Disruptions and Value in the Interactive Digital Media Marketplace

Disruptions and Value in the Interactive Digital Media Marketplace

Omar El-Sawy (University of Southern California, USA) and Francis Pereira (University of Southern California, USA)
DOI: 10.4018/978-1-61350-147-4.ch001
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This introductory chapter explains business modeling in the context of interactive digital products and services. The ADVISOR framework is presented as a useful means of articulating value. A review of other approaches suggests that business modeling is all about determining value and the ADVISOR framework is a valid one.
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The Interactive Digital Media (IDM) marketplace is not entirely new. Even before the current popularity of MMORPG, online music stores, IPTV and a host of social network applications, the digitization of content had been driven by the convergence of web services with telecommunications networks and devices. Today’s ubiquity of the broadband (and often wireless) Internet is at the centre of how this content is produced, consumed, repackaged and traded. In such content delivery networks, there are various roles played by producers, consumers, syndicators, aggregators and distributors in the emerging marketplace. Topical examples of Interactive Digital Media include music, movies, games, software, books, social content on devices as diverse as networked TV sets, home and car entertainment systems, mobile communications devices, and online games consoles.

Whereas networks, content or services, and regulatory regimes have made progress through media, network and industry convergence, business models are only beginning to re-engineer themselves to the current realities of (dis-) intermediation. Much of this is due to the legacy cost- plus pricing of telcos, licensing of broadcasters and the subscription based revenue streams of the media industry. Content owners, on the other hand, are understandably concerned with digital rights management (DRM) and how business models and pricing strategies might affect piracy. Advertising revenue streams are lucrative but work differently in the online marketplace than they would in traditional practice, moreover, there is no demarcated difference between vendors who own the content and those that have access to the customers.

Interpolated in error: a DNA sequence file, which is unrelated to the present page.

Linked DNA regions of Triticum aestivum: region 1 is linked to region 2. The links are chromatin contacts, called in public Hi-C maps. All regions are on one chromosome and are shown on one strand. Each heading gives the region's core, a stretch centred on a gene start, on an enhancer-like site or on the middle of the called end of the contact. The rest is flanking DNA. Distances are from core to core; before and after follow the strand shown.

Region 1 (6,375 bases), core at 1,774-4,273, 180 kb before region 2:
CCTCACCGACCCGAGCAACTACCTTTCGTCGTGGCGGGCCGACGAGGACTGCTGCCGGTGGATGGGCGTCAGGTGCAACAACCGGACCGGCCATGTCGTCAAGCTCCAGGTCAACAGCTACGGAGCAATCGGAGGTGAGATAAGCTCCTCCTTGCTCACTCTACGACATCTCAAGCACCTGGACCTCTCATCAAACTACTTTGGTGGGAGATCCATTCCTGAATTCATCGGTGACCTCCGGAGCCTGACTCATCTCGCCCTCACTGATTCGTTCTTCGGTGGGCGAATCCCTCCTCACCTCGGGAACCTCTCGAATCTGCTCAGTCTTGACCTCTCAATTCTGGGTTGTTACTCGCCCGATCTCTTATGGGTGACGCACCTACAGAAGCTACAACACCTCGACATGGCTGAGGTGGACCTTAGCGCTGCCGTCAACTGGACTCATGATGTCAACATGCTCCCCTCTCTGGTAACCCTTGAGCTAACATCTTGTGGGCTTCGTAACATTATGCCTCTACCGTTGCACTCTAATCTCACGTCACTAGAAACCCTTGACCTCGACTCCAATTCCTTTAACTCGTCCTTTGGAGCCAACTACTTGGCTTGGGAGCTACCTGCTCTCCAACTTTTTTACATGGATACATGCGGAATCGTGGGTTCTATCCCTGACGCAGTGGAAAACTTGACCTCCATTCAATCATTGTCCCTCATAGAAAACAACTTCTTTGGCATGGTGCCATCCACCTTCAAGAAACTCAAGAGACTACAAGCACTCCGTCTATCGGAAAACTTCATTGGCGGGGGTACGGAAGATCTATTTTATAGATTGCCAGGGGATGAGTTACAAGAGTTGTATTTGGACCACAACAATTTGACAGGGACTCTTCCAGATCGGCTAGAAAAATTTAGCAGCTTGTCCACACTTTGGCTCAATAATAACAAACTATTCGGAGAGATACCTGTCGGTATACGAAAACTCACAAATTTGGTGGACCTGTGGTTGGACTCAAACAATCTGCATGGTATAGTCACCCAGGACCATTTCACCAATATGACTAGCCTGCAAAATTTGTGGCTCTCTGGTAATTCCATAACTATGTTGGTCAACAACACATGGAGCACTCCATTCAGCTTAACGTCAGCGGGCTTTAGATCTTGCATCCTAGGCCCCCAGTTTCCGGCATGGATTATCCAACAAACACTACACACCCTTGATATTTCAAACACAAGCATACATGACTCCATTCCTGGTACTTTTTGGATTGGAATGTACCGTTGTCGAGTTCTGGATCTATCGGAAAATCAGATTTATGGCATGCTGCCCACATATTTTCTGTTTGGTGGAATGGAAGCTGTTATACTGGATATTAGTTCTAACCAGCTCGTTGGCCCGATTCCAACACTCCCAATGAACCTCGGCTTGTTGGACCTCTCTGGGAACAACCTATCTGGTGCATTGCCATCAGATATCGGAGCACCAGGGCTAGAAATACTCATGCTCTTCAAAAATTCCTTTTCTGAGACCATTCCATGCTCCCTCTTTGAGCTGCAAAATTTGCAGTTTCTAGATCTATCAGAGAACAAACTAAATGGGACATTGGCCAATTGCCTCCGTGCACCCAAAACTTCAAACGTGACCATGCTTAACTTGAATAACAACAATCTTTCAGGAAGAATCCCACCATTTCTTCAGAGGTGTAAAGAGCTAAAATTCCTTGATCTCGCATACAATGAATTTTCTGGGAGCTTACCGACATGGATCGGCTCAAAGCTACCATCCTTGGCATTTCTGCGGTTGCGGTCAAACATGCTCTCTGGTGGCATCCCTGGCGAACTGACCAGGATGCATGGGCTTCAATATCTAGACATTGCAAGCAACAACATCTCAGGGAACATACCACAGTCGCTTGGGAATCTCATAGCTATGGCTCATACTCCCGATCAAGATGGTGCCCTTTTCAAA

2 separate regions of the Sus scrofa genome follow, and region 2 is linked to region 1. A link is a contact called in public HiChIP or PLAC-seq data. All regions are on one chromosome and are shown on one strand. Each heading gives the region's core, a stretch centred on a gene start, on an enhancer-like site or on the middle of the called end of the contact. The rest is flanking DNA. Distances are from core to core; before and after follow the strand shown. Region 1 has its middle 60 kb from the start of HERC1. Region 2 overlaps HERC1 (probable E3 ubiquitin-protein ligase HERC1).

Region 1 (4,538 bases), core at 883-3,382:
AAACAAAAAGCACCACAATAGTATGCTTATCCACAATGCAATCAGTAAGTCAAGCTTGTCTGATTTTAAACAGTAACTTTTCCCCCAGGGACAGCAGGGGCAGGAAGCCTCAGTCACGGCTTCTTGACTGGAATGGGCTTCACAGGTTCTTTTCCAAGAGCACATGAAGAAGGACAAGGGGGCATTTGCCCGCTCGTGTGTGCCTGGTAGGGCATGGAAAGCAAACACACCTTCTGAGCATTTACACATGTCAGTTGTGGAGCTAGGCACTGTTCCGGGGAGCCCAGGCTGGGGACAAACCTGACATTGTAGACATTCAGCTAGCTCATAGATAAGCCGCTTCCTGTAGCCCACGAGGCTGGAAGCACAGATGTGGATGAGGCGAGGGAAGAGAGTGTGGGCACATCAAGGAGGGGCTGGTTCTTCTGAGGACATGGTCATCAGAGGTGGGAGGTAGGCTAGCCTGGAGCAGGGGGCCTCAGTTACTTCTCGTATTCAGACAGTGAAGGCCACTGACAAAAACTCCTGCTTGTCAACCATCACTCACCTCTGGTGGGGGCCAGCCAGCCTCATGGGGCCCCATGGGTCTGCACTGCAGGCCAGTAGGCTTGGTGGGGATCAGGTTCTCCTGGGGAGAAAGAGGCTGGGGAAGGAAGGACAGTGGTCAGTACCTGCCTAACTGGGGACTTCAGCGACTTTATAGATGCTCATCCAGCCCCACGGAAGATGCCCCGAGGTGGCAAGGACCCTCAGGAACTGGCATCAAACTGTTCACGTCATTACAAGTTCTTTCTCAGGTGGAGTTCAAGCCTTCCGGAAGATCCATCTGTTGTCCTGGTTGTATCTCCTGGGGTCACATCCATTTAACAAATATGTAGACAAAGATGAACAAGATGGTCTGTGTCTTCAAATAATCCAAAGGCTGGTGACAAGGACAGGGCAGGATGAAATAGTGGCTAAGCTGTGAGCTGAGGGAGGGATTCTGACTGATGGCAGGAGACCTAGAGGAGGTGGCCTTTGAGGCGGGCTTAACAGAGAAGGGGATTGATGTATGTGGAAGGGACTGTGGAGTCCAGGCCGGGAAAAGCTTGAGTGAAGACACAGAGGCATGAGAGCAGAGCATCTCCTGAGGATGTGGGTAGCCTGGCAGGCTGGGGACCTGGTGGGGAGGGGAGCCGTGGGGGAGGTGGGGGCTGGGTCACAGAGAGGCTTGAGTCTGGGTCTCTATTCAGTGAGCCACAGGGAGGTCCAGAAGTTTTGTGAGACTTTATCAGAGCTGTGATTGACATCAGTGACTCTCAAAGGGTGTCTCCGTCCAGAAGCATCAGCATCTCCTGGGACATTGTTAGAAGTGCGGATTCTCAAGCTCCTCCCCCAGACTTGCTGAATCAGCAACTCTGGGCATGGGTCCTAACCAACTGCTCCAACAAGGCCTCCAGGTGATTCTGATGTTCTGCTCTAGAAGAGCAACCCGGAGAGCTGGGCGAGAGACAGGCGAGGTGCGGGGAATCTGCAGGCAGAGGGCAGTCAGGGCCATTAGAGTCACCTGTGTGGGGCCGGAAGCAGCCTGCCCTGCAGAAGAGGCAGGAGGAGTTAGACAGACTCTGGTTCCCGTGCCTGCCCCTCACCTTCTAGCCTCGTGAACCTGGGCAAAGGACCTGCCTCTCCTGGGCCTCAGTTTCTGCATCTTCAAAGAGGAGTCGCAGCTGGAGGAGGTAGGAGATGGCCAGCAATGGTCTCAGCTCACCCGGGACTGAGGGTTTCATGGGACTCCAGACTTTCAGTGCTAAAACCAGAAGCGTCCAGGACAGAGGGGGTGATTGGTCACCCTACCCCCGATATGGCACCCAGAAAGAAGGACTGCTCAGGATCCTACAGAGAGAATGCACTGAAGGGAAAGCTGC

Technological advancement and globalization has caused the rise of a new type of media which is networked and interactive. The new media are basically cultural objects which utilize digital computer technology for distribution as well as exhibition (Manovich, 2001). The emergence of new technology, specifically the broadband and wireless Internet, associated services and devices, is another contributor to the disruptions to the underlying business models of the IDM industry by reducing the distribution cost digitization of content, and creating new possibilities (Anderson, 2008). Such a phenomenon is distinct from the term disruptive innovation used by Christensen (1997) to describe simpler and cheaper to use versions of existing products that target low-end or entirely new customers. Disruptions to the IDM marketplace are radical transformations of existing lines of business with a future-oriented and risk-taking strategy that cannibalizes current revenue streams with online substitutes. Business include music album sold in CDs to individual tracks sold online and revenue streams are perhaps declining. This is similar to the notion of radical innovation introduced by Chandy and Tellis (1998).

Meisel (2007) pointed out two effects that technology had impeded upon the IDM marketplace. First, the growth in broadband penetration has made the Internet a viable alternative of distribution platform. Secondly, the convergence of technology that allows the transfer of all types of data, video, audio, images and text among different physical platforms leads to media convergence. These impacts had opened (or leveled) the playing fields in IDM for new players who are able to capitalize on the technological advancement.

The distribution cost of digital content depends on bandwidth, storage, and processing. The costs of these technologies have been reduced dramatically in the last 40 years, which makes the distribution costs of digital content close to zero (Anderson, 1002). Hence the prevalence of free Internet services with unlimited storage for e-mail, video, images, maps, music and even software. The reduction in cost and peer-to-peer technology has additionally introduced the power of network effects to this platform.

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